He was actually piloting the plane!
Last week I had the opportunity to fly in the back seat of a small plane flown by one of our high school aviation students. We are making a STEM video focused on aviation careers. I went along to the airport to gather footage for the video. I planned on putting a GoPro in the cockpit and get some b-roll from the ground. When our aviation teacher started adding up the weight of passengers and included me, I was very hesitant. I had never flown in such a small plane, let alone with a student at the controls!
They reassured me that it would be a short, safe flight. Our aviation teacher was there too, but he was hands off for most of the flight. I am very glad that I went along. It was a beautiful day with gorgeous views of Naples. It was also a reminder of the incredible things young people can do when they are focused, motivated, and inspired. I am glad to be a part of this project featuring an incredible young man, who after being in the US for just a few years, speaks three languages, is about to graduate high school, and is very near to gaining his private pilot license.
Here is a short cut of some of the footage from the experience:
A couple of weeks ago, I wrote about how to connect a PS3 controller with a Mac computer for gaming. The setup was super easy and I experienced great responsiveness with several games. There is one quirk that I discovered that is worth noting. It seems that with the games that I am playing (through Steam) the controller must be turned on and connected before launching the game. Any time that I have turned it on afterwards, it does not work. It is simple to fix. Just close the game and relaunch. It does not even require restarting the gamepad. That can remain on. A minor annoyance, but I wanted to share with anyone who is starting to use the PS3 controller in this way.
How to Prevent People From Emailing You Through Google+
I know this news is a few weeks old already. But in case you have not done it yet, Lifehacker has a good explanation about how to change this new setting in Gmail. I had already changed this a while ago. Then I saw it still saved in my Pocket queue and thought it was worth sharing.
There is a fun series of free geography puzzle games called Enjoy Learning that I find simple, stable, and addictive. I tried the two apps most relevant to me: Enjoy Learning World Map Puzzle, and Enjoy Learning US Map Puzzle. Each game is based on the same premise: locate states, regions, and countries and slide the cut outs on to the map. Each map starts blank and you drag and drop pieces of fill in the puzzle.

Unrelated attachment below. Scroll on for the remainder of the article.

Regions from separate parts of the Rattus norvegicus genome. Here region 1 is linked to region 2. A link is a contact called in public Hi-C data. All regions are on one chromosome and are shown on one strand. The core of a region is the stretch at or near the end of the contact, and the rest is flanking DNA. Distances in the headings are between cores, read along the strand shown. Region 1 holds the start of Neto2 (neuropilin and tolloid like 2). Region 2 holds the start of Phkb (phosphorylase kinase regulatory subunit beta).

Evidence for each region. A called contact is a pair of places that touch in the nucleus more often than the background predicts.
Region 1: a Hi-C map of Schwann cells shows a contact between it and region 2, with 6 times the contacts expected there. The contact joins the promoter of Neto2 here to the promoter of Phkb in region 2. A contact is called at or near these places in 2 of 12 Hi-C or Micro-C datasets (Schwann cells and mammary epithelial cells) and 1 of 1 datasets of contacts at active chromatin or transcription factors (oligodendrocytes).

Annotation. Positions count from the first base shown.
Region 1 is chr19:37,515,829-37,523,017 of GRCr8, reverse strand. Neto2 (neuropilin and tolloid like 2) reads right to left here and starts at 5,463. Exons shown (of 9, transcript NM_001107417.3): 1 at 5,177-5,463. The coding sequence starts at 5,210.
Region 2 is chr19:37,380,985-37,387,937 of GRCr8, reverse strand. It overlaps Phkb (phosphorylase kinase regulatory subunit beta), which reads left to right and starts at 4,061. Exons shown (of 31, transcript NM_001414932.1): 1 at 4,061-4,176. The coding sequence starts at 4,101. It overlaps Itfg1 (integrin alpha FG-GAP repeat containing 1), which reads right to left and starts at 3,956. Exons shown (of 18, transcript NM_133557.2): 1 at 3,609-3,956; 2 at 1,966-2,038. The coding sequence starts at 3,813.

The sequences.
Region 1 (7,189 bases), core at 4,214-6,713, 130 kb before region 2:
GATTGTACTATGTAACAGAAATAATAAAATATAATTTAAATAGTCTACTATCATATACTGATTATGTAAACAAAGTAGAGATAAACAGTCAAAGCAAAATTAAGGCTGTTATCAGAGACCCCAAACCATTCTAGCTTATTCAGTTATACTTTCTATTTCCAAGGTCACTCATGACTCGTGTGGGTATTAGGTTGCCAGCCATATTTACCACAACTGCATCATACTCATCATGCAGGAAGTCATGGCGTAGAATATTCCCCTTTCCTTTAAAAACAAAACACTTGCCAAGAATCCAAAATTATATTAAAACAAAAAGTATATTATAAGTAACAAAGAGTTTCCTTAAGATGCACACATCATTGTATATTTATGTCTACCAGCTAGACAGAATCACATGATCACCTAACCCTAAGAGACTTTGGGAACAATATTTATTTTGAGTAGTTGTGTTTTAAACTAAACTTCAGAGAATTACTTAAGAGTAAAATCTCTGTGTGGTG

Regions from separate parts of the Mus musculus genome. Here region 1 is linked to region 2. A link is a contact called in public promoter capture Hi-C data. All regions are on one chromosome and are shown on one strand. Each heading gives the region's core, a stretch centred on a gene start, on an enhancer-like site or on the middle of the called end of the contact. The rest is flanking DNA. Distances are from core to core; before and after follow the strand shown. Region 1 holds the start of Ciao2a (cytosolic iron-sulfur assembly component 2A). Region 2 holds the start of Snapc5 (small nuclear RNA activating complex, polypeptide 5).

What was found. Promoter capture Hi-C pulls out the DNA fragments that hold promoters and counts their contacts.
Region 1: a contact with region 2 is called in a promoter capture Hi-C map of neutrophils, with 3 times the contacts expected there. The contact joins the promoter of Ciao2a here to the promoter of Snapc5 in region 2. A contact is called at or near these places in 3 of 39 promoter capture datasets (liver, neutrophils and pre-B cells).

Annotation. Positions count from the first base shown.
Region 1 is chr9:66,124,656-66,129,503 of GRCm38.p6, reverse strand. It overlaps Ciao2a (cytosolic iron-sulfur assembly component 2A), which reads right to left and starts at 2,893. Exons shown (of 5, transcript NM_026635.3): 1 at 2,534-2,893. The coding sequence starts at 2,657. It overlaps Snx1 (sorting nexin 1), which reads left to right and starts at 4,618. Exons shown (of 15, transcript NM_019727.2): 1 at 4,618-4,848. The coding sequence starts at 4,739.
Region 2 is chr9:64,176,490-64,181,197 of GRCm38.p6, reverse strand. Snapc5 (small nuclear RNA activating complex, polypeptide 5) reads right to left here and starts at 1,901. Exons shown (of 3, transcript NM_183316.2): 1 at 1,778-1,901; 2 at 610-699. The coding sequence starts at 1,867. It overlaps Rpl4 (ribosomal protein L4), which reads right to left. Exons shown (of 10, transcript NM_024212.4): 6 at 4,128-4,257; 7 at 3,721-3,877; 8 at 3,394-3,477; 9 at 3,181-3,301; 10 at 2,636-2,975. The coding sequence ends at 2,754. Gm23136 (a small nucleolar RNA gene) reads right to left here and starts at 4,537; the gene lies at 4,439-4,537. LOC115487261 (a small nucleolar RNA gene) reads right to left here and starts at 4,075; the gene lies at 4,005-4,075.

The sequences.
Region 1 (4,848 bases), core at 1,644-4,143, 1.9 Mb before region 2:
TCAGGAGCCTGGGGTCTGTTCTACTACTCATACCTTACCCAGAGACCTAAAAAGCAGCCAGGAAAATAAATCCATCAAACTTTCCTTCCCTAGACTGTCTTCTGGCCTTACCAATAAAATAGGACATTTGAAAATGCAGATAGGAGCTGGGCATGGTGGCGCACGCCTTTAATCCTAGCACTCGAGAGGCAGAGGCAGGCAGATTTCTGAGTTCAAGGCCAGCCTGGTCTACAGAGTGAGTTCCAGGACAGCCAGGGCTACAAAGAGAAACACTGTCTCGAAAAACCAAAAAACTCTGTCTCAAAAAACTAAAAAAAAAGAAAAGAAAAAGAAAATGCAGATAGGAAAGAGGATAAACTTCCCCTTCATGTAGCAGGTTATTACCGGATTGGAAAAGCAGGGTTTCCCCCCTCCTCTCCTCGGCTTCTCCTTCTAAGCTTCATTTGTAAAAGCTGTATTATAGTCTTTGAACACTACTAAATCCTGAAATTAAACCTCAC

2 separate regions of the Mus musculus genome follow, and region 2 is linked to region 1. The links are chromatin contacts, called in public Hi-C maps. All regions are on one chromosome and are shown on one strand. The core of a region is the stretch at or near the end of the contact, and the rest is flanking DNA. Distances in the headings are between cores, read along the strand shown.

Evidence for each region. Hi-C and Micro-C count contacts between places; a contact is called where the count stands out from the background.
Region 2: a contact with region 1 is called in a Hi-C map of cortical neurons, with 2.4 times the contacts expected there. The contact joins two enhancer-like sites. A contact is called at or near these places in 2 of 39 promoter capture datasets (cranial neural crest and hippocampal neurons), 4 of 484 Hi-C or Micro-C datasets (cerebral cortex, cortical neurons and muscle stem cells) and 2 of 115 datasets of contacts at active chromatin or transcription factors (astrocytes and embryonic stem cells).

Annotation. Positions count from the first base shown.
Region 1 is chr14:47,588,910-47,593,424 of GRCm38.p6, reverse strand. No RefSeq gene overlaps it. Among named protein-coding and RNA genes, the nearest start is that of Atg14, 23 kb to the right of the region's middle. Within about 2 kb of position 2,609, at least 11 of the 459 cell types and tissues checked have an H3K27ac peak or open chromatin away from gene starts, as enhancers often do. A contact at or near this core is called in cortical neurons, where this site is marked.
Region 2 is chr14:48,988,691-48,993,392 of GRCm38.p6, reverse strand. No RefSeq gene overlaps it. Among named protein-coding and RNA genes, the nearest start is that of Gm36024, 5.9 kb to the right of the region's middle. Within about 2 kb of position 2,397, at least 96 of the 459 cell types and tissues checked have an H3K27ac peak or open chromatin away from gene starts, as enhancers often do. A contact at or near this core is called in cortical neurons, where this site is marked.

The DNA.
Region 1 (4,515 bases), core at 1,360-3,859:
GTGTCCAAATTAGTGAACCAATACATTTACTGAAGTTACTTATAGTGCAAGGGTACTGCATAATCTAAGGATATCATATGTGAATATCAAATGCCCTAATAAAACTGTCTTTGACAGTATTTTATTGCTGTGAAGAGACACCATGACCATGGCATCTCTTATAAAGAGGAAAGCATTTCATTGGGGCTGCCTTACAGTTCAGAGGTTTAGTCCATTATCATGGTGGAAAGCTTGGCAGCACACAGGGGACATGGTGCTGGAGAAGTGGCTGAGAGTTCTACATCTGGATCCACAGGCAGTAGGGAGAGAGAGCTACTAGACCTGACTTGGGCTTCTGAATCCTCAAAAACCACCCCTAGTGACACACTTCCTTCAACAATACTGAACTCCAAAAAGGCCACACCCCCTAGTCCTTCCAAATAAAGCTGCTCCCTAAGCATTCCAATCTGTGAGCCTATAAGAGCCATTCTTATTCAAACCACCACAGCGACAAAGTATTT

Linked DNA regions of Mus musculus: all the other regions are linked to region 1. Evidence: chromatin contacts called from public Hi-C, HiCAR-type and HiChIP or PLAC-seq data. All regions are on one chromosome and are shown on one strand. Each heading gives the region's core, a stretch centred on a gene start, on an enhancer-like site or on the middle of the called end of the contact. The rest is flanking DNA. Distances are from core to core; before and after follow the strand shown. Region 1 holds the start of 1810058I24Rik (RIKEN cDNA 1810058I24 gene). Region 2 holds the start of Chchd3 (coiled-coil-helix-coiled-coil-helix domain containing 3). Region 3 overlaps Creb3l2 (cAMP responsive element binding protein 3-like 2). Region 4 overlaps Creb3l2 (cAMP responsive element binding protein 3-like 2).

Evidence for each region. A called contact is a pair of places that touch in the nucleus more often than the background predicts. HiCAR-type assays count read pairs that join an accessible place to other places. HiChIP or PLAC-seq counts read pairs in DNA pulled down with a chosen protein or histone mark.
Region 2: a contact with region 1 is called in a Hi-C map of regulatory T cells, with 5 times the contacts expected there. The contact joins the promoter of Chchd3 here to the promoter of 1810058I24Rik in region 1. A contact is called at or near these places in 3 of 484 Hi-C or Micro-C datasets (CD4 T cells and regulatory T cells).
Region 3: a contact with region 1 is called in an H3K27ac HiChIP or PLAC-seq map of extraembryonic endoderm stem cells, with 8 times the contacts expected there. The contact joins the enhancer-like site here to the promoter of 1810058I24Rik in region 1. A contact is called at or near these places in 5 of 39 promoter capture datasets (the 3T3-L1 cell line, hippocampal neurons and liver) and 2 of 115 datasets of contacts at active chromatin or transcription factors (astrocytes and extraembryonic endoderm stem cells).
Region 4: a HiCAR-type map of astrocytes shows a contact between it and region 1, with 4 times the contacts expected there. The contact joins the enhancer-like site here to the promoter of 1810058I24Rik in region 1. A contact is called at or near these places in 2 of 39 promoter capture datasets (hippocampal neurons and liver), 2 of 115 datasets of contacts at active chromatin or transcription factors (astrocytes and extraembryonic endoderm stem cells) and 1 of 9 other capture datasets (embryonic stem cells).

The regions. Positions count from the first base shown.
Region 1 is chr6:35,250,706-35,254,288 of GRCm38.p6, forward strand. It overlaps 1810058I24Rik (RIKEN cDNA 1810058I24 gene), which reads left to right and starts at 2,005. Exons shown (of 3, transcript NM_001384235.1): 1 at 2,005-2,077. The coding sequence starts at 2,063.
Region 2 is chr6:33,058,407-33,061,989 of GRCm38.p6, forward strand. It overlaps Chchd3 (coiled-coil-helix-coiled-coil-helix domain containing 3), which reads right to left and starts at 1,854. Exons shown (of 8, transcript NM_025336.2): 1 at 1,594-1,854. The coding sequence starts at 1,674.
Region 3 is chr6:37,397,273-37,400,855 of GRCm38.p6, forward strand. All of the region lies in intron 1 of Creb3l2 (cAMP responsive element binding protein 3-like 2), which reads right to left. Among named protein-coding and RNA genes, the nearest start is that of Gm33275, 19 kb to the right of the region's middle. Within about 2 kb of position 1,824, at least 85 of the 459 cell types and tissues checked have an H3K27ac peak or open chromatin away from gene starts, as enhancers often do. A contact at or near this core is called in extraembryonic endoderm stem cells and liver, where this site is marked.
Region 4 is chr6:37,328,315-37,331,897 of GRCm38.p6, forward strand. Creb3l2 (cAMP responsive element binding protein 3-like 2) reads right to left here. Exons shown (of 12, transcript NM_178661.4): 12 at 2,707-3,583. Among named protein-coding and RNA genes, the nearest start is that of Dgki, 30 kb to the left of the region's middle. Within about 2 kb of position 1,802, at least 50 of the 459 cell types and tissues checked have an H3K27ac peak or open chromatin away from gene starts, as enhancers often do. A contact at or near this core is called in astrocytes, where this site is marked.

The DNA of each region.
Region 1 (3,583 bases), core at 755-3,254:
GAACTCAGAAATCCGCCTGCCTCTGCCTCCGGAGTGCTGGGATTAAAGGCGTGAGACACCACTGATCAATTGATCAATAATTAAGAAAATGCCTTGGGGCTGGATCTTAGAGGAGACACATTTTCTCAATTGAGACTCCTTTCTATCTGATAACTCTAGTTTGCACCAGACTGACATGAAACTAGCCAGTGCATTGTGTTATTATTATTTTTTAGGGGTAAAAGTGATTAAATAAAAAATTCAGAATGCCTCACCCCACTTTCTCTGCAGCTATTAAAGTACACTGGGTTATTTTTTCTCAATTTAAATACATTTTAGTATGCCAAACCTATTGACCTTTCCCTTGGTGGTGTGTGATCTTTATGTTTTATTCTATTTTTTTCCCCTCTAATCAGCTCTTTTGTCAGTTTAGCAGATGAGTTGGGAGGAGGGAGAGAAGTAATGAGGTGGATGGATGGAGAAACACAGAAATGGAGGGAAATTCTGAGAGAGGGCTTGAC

There are different levels of difficultly which would be great for differentiating among students. Also, every game is timed, so there is significant replay value as you try to beat your (and other students’) best scores. That repetition would be great for reinforcing student learning.
I could see using this as a short transition activity, game break, or maybe even a reward activity. With a small group, I could imagine developing a larger competitive game around the puzzle.
There is some banner advertising at the bottom of the menu pages, but not the game, which is much less intrusive than so many free games. I recommend these apps for any age group in school, or even for adults just to pass a few minutes doing a brain activity. Without hints on large world maps, the puzzle can be quite challenging.
Enjoy Learning World Map Puzzle (Free) Minimal advertising
Enjoy Learning US Map Puzzle (Free) Minimal advertising
Every once in a while, I will hear news anchors on NPR mess up, trip over a word, clear their throat, and then expertly regain their stride and move on. But last week on Morning Edition, I got to witness a real mess up. I’m still not sure if it was human error, or technical error, from the anchors, or from the technicians. Either way it was a moment that caused me to reflect on the quality of programming I receive in my car every day.
Unfortunately, I could not find the recording of this moment, or any other blooper to share with you here. A testament to the rarity of them, perhaps? After a loss of momentum reading the intro to a story, Steve Inskeep tried to throw it to a different story. Apparently that package was not ready either, in which case they both laughed and made a joke to stall for a few more seconds. This was enough time for the producers and technicians to finally (a few seconds is an eternity in live media) play the next story.
My first reaction was to smile and enjoy this human moment with two people I listen to every day. I felt like I was getting a glimpse at another side of them that we rarely get to see, raw and unscripted. As I continued my ride to work, I thought about how it revealed how truly consistent that show is, and everyone who is a part of it. A week later, I still take that appreciation of quality and consistency with me as I drive and listen.
Photo: Morning Edition Anchor Steve Inskeep at Iowa Public Radio studio
Photo credit: License Some rights reserved by John Pemble